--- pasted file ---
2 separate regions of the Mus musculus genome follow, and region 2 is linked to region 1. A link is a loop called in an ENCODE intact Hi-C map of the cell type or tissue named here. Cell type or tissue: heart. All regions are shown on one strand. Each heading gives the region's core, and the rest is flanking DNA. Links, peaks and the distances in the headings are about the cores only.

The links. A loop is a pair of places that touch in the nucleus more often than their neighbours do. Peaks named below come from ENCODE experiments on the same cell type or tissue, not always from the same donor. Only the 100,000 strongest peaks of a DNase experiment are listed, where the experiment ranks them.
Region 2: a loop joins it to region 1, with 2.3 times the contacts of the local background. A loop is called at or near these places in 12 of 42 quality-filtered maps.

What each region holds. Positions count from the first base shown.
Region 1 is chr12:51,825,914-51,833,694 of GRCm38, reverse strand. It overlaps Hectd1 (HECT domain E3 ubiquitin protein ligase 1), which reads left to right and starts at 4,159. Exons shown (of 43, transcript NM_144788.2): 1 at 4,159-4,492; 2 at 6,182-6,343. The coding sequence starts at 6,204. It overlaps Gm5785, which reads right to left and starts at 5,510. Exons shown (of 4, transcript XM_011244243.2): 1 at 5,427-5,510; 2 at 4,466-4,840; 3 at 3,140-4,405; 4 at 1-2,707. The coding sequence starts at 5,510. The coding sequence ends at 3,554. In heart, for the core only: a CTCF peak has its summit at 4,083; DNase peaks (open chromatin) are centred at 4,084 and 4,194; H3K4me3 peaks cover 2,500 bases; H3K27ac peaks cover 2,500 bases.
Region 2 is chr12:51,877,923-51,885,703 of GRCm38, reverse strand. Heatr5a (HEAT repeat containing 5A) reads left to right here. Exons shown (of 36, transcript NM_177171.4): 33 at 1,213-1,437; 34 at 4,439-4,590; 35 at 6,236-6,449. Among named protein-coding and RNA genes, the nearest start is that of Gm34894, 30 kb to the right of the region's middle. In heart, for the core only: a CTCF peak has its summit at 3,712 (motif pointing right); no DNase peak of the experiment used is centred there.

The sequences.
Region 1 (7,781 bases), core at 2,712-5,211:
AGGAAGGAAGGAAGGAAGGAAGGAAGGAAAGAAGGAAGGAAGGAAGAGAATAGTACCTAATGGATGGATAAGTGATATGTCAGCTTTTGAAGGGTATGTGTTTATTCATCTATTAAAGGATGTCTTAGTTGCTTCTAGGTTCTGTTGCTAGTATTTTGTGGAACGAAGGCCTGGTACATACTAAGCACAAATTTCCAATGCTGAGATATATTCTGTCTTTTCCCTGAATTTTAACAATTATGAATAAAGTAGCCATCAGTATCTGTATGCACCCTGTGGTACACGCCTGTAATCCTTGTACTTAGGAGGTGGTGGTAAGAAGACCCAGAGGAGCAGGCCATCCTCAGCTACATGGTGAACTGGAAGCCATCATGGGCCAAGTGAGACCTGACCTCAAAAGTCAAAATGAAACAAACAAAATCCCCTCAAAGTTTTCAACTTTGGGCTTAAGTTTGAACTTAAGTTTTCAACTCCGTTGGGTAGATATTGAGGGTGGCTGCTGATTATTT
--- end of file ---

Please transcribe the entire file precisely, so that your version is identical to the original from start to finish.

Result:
2 separate regions of the Mus musculus genome follow, and region 2 is linked to region 1. A link is a loop called in an ENCODE intact Hi-C map of the cell type or tissue named here. Cell type or tissue: heart. All regions are shown on one strand. Each heading gives the region's core, and the rest is flanking DNA. Links, peaks and the distances in the headings are about the cores only.

The links. A loop is a pair of places that touch in the nucleus more often than their neighbours do. Peaks named below come from ENCODE experiments on the same cell type or tissue, not always from the same donor. Only the 100,000 strongest peaks of a DNase experiment are listed, where the experiment ranks them.
Region 2: a loop joins it to region 1, with 2.3 times the contacts of the local background. A loop is called at or near these places in 12 of 42 quality-filtered maps.

What each region holds. Positions count from the first base shown.
Region 1 is chr12:51,825,914-51,833,694 of GRCm38, reverse strand. It overlaps Hectd1 (HECT domain E3 ubiquitin protein ligase 1), which reads left to right and starts at 4,159. Exons shown (of 43, transcript NM_144788.2): 1 at 4,159-4,492; 2 at 6,182-6,343. The coding sequence starts at 6,204. It overlaps Gm5785, which reads right to left and starts at 5,510. Exons shown (of 4, transcript XM_011244243.2): 1 at 5,427-5,510; 2 at 4,466-4,840; 3 at 3,140-4,405; 4 at 1-2,707. The coding sequence starts at 5,510. The coding sequence ends at 3,554. In heart, for the core only: a CTCF peak has its summit at 4,083; DNase peaks (open chromatin) are centred at 4,084 and 4,194; H3K4me3 peaks cover 2,500 bases; H3K27ac peaks cover 2,500 bases.
Region 2 is chr12:51,877,923-51,885,703 of GRCm38, reverse strand. Heatr5a (HEAT repeat containing 5A) reads left to right here. Exons shown (of 36, transcript NM_177171.4): 33 at 1,213-1,437; 34 at 4,439-4,590; 35 at 6,236-6,449. Among named protein-coding and RNA genes, the nearest start is that of Gm34894, 30 kb to the right of the region's middle. In heart, for the core only: a CTCF peak has its summit at 3,712 (motif pointing right); no DNase peak of the experiment used is centred there.

The sequences.
Region 1 (7,781 bases), core at 2,712-5,211:
AGGAAGGAAGGAAGGAAGGAAGGAAGGAAAGAAGGAAGGAAGGAAGAGAATAGTACCTAATGGATGGATAAGTGATATGTCAGCTTTTGAAGGGTATGTGTTTATTCATCTATTAAAGGATGTCTTAGTTGCTTCTAGGTTCTGTTGCTAGTATTTTGTGGAACGAAGGCCTGGTACATACTAAGCACAAATTTCCAATGCTGAGATATATTCTGTCTTTTCCCTGAATTTTAACAATTATGAATAAAGTAGCCATCAGTATCTGTATGCACCCTGTGGTACACGCCTGTAATCCTTGTACTTAGGAGGTGGTGGTAAGAAGACCCAGAGGAGCAGGCCATCCTCAGCTACATGGTGAACTGGAAGCCATCATGGGCCAAGTGAGACCTGACCTCAAAAGTCAAAATGAAACAAACAAAATCCCCTCAAAGTTTTCAACTTTGGGCTTAAGTTTGAACTTAAGTTTTCAACTCCGTTGGGTAGATATTGAGGGTGGCTGCTGATTATTT